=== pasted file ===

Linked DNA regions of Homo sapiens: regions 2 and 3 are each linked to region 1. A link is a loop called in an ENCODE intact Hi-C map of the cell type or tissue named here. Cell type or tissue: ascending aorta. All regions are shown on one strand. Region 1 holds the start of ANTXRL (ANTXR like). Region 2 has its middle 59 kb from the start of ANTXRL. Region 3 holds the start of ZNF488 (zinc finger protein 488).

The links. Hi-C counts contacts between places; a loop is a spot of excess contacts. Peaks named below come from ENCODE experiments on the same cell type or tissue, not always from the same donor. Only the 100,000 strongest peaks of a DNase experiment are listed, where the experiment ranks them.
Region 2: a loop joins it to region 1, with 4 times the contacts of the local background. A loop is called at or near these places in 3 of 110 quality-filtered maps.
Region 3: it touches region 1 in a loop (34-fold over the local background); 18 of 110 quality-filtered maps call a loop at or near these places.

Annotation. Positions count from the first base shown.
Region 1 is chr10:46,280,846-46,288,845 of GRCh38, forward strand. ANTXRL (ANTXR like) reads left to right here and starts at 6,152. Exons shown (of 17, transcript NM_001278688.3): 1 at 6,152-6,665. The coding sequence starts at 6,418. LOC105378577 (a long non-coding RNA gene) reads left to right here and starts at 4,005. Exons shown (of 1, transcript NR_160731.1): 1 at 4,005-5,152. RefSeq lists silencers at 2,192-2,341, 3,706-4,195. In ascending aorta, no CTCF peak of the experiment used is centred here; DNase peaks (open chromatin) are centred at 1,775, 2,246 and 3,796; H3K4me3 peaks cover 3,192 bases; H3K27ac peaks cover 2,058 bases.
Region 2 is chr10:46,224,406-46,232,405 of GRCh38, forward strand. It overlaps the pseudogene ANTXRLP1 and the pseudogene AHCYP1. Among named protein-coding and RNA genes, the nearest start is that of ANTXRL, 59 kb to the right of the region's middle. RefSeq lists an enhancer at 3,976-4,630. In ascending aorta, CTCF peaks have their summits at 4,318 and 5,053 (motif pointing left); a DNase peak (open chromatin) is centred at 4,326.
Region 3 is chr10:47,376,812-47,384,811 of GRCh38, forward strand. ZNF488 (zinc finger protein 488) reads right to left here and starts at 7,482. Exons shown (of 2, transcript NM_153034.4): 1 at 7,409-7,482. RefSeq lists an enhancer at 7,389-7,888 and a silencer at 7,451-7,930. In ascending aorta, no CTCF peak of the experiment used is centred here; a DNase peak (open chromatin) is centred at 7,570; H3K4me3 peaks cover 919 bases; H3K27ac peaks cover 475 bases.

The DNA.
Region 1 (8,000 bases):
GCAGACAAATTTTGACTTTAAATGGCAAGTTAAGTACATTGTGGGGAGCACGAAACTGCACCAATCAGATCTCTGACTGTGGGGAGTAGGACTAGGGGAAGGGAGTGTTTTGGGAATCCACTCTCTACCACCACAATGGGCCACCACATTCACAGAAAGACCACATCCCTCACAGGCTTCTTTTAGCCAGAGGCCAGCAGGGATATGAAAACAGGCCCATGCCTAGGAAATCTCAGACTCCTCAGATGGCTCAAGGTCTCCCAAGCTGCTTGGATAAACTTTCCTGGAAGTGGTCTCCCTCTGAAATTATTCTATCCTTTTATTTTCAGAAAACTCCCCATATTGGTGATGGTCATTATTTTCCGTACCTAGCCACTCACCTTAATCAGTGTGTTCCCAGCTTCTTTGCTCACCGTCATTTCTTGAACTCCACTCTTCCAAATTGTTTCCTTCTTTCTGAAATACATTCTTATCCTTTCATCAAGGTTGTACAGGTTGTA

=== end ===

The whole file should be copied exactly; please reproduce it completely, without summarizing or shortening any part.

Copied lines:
Linked DNA regions of Homo sapiens: regions 2 and 3 are each linked to region 1. A link is a loop called in an ENCODE intact Hi-C map of the cell type or tissue named here. Cell type or tissue: ascending aorta. All regions are shown on one strand. Region 1 holds the start of ANTXRL (ANTXR like). Region 2 has its middle 59 kb from the start of ANTXRL. Region 3 holds the start of ZNF488 (zinc finger protein 488).

The links. Hi-C counts contacts between places; a loop is a spot of excess contacts. Peaks named below come from ENCODE experiments on the same cell type or tissue, not always from the same donor. Only the 100,000 strongest peaks of a DNase experiment are listed, where the experiment ranks them.
Region 2: a loop joins it to region 1, with 4 times the contacts of the local background. A loop is called at or near these places in 3 of 110 quality-filtered maps.
Region 3: it touches region 1 in a loop (34-fold over the local background); 18 of 110 quality-filtered maps call a loop at or near these places.

Annotation. Positions count from the first base shown.
Region 1 is chr10:46,280,846-46,288,845 of GRCh38, forward strand. ANTXRL (ANTXR like) reads left to right here and starts at 6,152. Exons shown (of 17, transcript NM_001278688.3): 1 at 6,152-6,665. The coding sequence starts at 6,418. LOC105378577 (a long non-coding RNA gene) reads left to right here and starts at 4,005. Exons shown (of 1, transcript NR_160731.1): 1 at 4,005-5,152. RefSeq lists silencers at 2,192-2,341, 3,706-4,195. In ascending aorta, no CTCF peak of the experiment used is centred here; DNase peaks (open chromatin) are centred at 1,775, 2,246 and 3,796; H3K4me3 peaks cover 3,192 bases; H3K27ac peaks cover 2,058 bases.
Region 2 is chr10:46,224,406-46,232,405 of GRCh38, forward strand. It overlaps the pseudogene ANTXRLP1 and the pseudogene AHCYP1. Among named protein-coding and RNA genes, the nearest start is that of ANTXRL, 59 kb to the right of the region's middle. RefSeq lists an enhancer at 3,976-4,630. In ascending aorta, CTCF peaks have their summits at 4,318 and 5,053 (motif pointing left); a DNase peak (open chromatin) is centred at 4,326.
Region 3 is chr10:47,376,812-47,384,811 of GRCh38, forward strand. ZNF488 (zinc finger protein 488) reads right to left here and starts at 7,482. Exons shown (of 2, transcript NM_153034.4): 1 at 7,409-7,482. RefSeq lists an enhancer at 7,389-7,888 and a silencer at 7,451-7,930. In ascending aorta, no CTCF peak of the experiment used is centred here; a DNase peak (open chromatin) is centred at 7,570; H3K4me3 peaks cover 919 bases; H3K27ac peaks cover 475 bases.

The DNA.
Region 1 (8,000 bases):
GCAGACAAATTTTGACTTTAAATGGCAAGTTAAGTACATTGTGGGGAGCACGAAACTGCACCAATCAGATCTCTGACTGTGGGGAGTAGGACTAGGGGAAGGGAGTGTTTTGGGAATCCACTCTCTACCACCACAATGGGCCACCACATTCACAGAAAGACCACATCCCTCACAGGCTTCTTTTAGCCAGAGGCCAGCAGGGATATGAAAACAGGCCCATGCCTAGGAAATCTCAGACTCCTCAGATGGCTCAAGGTCTCCCAAGCTGCTTGGATAAACTTTCCTGGAAGTGGTCTCCCTCTGAAATTATTCTATCCTTTTATTTTCAGAAAACTCCCCATATTGGTGATGGTCATTATTTTCCGTACCTAGCCACTCACCTTAATCAGTGTGTTCCCAGCTTCTTTGCTCACCGTCATTTCTTGAACTCCACTCTTCCAAATTGTTTCCTTCTTTCTGAAATACATTCTTATCCTTTCATCAAGGTTGTACAGGTTGTA